Sunday, January 15, 2017

Twistaplot #2 The Train of Terror

Well, the breaks between these aren't getting any shorter, but I still vaguely remember the anthropological expedition that turned into an intense crime drama. In an amazing bit of synchronicity or perhaps mere coincidence today's subject is by the same author, but represents the always disappointing Twist-a-Plot series. I've finally been able to acquire some of the harder to get entries to that series, including this one, so the dream of finishing at least one small portion of this pointless and tepid nostalgia dive is beginning to take shape. I sure look forward to the bitter weeping that will come immediately after all these books have been painstakingly and thoroughly chronicled in this, the best of all possible web-logs, but there's no time for that, we've got a train to catch.

  Night train to Chernobyl.

The cover implies some sort of supernatural thriller or at least a jump-scare fest, but this impression seems at odds with the banal introduction. Instead of a wacky Uncle we get a wacky Aunt, which I imagine is both the beginning and end of the innovation we'll seeing. Anyway, this second-level blood relative will be entertaining my ungrateful self in Idaho over the summer and my dear old mum is packing me on the train to the potato zone. I dodge a goodbye kiss, which is more teenage behavior (Idaho? Yuck, so lame. Everything is boring. Etc.) than what you'd expect from the child avatar typical of these books, but no time to dwell on that minimalist characterization. I take note of a "beautiful blonde lady" with a pet carrier (the radioactive toolbox from the cover, I guess) and a bald, facially scarred Hard Man. I'm guessing they will be important and, sure enough, my first choice is which of these two to sit next to. Alfred Hitchcock this shit ain't.

Murder exchange! Dramatic tennis! Seriously, it's really good.

I decide not to sit next to the character the book describes as "scar face" because I really don't want to see his little friend and hopefully this will be the last I see of a bad guy like that. Then, just after settling in with the more aesthetically pleasing option I promptly drop my lunch, which sounds like slang for the yellow yawn but is actually the bag itself in this case. Miss Pet Carrier commands me not to pick it up, because that's normal behavior, but I don't need to listen to your rules, man.

More messing up promptly follows, as the bag tears open and now I'm reducing to choosing which part of the noon meal to retrieve. Riveting choices, high stakes, pulse-pounding terror, yeah this book is delivering big time. Maybe get those sunflower seeds, before they scatter. Honestly, seeds? You're not a minor league outfielder, kid.

Most of them should get in my gaping maw.

Of course I make a botch of this, too. While groping blindly for the big league cheek-packers I instead pull the pet carrier open. This entire plot line is just a series of blunders. If I wasn't so physically maladroit there would be no story. I'm starting to suspect the "aunt" I was promised doesn't actually exist and instead this train is taking me to a special camp for the chronically uncoordinated. Once there, a combination of endless ridicule, harsh punishments and campfire songs will cure my all thumbs disorder, at least if the brochure my parents told me was "nothing, dear" is to be believed.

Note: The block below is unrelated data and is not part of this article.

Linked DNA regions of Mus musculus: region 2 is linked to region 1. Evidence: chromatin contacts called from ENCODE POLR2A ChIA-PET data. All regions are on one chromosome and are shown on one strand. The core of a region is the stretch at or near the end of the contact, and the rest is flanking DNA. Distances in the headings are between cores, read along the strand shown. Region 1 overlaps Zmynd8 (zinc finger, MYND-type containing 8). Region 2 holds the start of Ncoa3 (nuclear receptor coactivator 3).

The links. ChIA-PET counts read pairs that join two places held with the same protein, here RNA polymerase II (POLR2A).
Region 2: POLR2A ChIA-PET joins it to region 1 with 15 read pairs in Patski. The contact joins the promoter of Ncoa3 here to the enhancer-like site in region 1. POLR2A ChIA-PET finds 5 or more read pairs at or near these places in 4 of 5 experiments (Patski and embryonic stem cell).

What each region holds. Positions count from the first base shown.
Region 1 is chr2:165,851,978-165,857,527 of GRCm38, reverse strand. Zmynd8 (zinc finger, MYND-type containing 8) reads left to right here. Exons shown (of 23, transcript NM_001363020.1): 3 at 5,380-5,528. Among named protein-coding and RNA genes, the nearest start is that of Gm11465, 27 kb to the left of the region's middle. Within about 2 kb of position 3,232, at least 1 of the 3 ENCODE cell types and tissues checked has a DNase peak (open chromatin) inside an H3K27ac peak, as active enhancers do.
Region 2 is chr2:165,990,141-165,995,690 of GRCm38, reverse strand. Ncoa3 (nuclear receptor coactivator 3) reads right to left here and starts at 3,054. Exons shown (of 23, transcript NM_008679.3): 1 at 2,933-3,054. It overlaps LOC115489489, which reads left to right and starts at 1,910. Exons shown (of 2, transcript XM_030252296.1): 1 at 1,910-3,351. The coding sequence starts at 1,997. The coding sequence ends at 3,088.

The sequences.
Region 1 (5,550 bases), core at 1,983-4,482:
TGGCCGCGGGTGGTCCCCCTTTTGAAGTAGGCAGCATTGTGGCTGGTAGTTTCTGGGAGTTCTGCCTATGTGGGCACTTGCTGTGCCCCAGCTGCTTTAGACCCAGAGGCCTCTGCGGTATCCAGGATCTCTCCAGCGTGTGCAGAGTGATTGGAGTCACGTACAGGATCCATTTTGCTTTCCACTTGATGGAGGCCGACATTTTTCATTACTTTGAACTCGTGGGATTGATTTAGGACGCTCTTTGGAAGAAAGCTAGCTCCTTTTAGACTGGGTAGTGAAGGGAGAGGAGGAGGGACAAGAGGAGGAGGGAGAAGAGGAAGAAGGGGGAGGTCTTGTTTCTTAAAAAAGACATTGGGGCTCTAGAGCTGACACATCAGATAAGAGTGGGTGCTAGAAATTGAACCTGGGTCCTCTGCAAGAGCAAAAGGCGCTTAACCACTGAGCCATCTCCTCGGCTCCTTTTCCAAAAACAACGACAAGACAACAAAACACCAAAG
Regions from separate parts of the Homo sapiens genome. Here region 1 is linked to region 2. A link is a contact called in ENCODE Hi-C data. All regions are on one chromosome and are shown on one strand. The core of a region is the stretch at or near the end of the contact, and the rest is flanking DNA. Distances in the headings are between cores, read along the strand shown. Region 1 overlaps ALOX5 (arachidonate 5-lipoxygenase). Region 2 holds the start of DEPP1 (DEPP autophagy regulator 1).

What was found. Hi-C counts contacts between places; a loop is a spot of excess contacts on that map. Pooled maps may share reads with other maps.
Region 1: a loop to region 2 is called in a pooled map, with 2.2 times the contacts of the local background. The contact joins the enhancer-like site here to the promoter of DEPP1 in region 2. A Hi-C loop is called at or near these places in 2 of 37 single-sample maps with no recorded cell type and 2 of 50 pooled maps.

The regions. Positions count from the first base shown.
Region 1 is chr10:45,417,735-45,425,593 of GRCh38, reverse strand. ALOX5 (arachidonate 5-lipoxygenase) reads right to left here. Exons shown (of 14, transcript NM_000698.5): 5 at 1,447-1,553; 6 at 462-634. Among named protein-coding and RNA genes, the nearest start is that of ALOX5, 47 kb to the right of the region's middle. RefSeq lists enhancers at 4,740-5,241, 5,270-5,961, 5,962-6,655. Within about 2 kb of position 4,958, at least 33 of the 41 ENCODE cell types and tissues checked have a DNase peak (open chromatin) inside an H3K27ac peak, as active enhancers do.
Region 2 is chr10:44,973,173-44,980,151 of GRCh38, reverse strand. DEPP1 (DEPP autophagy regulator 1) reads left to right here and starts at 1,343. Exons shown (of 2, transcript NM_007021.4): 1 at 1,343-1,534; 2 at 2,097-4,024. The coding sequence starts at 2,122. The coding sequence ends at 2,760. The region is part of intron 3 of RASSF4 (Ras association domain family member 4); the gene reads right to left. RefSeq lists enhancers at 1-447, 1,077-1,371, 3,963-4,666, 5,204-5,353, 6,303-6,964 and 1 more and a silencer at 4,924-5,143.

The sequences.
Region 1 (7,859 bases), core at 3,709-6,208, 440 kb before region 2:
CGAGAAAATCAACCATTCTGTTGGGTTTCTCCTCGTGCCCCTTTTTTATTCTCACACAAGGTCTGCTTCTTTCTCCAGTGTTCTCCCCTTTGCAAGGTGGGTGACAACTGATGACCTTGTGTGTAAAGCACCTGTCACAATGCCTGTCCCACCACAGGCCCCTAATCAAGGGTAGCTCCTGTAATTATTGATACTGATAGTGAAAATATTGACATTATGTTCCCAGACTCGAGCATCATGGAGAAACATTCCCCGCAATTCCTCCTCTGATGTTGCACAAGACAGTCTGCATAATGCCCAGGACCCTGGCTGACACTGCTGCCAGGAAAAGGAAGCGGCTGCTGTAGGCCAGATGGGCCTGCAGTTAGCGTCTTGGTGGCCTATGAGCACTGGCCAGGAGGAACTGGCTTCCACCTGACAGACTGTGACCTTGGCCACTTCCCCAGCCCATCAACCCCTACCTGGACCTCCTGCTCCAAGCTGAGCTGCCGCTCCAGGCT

I decide to peek into the pet carrier. Honestly, I already opened it, might as well have some desert with my dinner.

As you probably guessed, it's a giant snake and I'm promptly bitten. It then slithers off and I presume now is the time to admit that I've already had it with these monkey-fighting snakes on this money-flying train.

  Don't expect a two disc Criterion special edition of this one any time soon.

The lady offers a pill that is "antivenom" and even forces it into my mouth. That was probably a wise decision in light of the physical prowess I've displayed up to this point. The next choice is, and I'm not even joking, whether to spit or swallow. Yeah. This is what we've been reduced to. What else can even be said? What could follow this? Is this pile of garbage going to talk about my little league career and ask if I was the catcher or the pitcher? Good grief. 

I swallow. The lifesaving medicine, that is.

The next choice is whether to go to the rear or not. Yes.

It turns out the pill was indeed lifesaving and the woman is now super friendly for some reason. Faced with this sudden and incongruous warmth I volunteer to go track down the loose reptile and this is when it's time to go to the, ahem, rear.

Of the train.

That line is also suggestive.

Can the next paragraph have a "The End" under it? Please?

Anyway, off to the rear. No snake anywhere. Would I like to "get down on the floor." Sure.

The snake "zaps you one more time between the eyes" and I guess this is fatal, even though I just took an antidote pill and it's probably still in my system. Whatever, at least the painful run of innuendos is over. As I die I wonder if I made my bed, because that's a good final thought before the horrific confrontation with eternity and with that we're done.

I did not enjoy this book.

It looks like it just told a joke and is waiting for your reaction.

Aaron Zehner is the author of "The Foolchild Invention" available in paperback and e-book format. Read free excerpts here and here.

No comments:

Post a Comment